As we preach him, as we center our life around him, he works, the Spirit empowers us and faith is birthed in us and those in our hearing.

The implications are broad but they are all a narrowing to that which is most important in the life of a believer and the church, Jesus.

People

“All this is from God, who through Christ reconciled us to himself and gave us the ministry of reconciliation; that is, in Christ God was reconciling the world to himself, not counting their trespasses against them, and entrusting to us the message of reconciliation. Therefore, we are ambassadors for Christ, God making his appeal through us. We implore you on behalf of Christ, be reconciled to God.” 2 Corinthians 5:18–20 (ESV)

While the introverts among us might prefer the Christian life just be “me and Jesus” he actually makes us part of a family or other people that trust in him. And the purpose of that family is to serve as ambassadors for Jesus, God making his appeal through us. Imploring reconciliation to God.

While it is easy in the Evangelical world to recognize the need “over there,” awash in statistics of unreached people groups, most likely God has surrounded you with people he loves and desires to call his own. So as you cling to Jesus, you notice the people around you and you love them as you have been loved.

May the Lord increasingly give us a vision for how much he loves the people we come into contact each day that we would implore them to reconciliation.

Place

“And he made from one man every nation of mankind to live on all the face of the earth, having determined allotted periods and the boundaries of their dwelling place, that they should seek God, and perhaps feel their way toward him and find him. Yet he is actually not far from each one of us,” Acts 17:26–27 (ESV)

Finally, God in his sovereignty has put you in a place. While that place may change over time, while you are there you are meant to recognize your placement, proclaiming Jesus to the people there, and endeavoring for the good of that city (or town or borough, etc)

In the exile, God would tell his people to labor toward the prosperity, or flourishing of the city they were in. As those living in boundaries determined by God claiming it as our own, becoming a champion of “local” for the good of the people around us that they might meet Jesus.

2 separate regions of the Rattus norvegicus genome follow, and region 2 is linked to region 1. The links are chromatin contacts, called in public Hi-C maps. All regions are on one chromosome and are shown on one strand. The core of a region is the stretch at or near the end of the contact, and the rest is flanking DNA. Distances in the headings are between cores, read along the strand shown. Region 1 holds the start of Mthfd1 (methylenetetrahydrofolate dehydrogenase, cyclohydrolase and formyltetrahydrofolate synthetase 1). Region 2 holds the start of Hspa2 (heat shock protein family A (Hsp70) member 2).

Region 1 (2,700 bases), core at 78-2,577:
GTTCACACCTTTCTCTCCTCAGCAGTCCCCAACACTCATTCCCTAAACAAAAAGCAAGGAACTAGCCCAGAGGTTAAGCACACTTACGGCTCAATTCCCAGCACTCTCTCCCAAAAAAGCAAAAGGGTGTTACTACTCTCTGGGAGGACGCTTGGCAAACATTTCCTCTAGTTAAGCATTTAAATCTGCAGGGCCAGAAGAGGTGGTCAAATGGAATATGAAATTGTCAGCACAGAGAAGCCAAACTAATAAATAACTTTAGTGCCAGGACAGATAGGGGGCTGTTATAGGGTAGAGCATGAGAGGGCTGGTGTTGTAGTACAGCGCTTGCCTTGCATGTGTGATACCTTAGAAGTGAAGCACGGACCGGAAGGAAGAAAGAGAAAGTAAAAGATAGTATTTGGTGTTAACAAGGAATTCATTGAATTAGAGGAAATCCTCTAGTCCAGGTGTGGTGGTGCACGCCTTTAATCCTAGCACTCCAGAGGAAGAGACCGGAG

For me, this works out as a steadfast determination to know nothing but Jesus as I preach, have conversation and disciple those in our church, Reservoir. It also means I want to clearly see they image-bearers around me and reveal my own need for Jesus that they would recognize theirs. All while loving the place I live, where I am called (Escondido is my hood).

It also means that members we encourage, leaders we train and residents we prepare to send out all have to be conditioned likewise, to be about Jesus, People, and Place.

Are you down?

Worthwhile February 15, 2019

Do you have a Valentine’s Day hangover? Feeling loved and noticed or lonely and hopeless? At either end of the emotional spectrum, and in every spot along the way, the love of God is poured upon your heart by the Spirit (Rom. 5), may you feel that today as you trust in Jesus for all of life.

A few items to share this week that could all be filed under false teaching/ heresy. Each informing us toward clarity and clinging more tightly to the biblical gospel of grace.


Jared Wilson has an article on For The Church where he outlines key differences between biblical Christianity and Mormonism. While the recent tactic of this man-centered religion is to claim being Christian, their doctrinal beliefs makes that an impossibility.

Wilson gives a good starting point to recognize the difference and still love Mormons with the hope of Christ.


From the vault, as recent as December, Christianity Today highlights some new research that points out the link between pursuing “health and wealth” spirituality and actually feeling worse about life. This is the false gospel that says God wants you to be rich and without problems. It ignores so much of the hope found in the New Testament in trusting Jesus through troubles and usually has a swindler telling you God will heal you if you “plant a faith seed of $1000…”

New research suggests that Americans with poor physical health and low socioeconomic status are particularly inclined to look to the Bible for insights into attaining “health and wealth”— an aspect of prosperity gospel teaching—even though doing so often ends up making them feel worse.

God still heals, but you can’t buy it and when he does it is for his glory. Read more on the research here.


And to close us out this week, a new video clip from the Gospel Coalition with Francis Chan sharing why the Prosperity Gospel is unhealthy.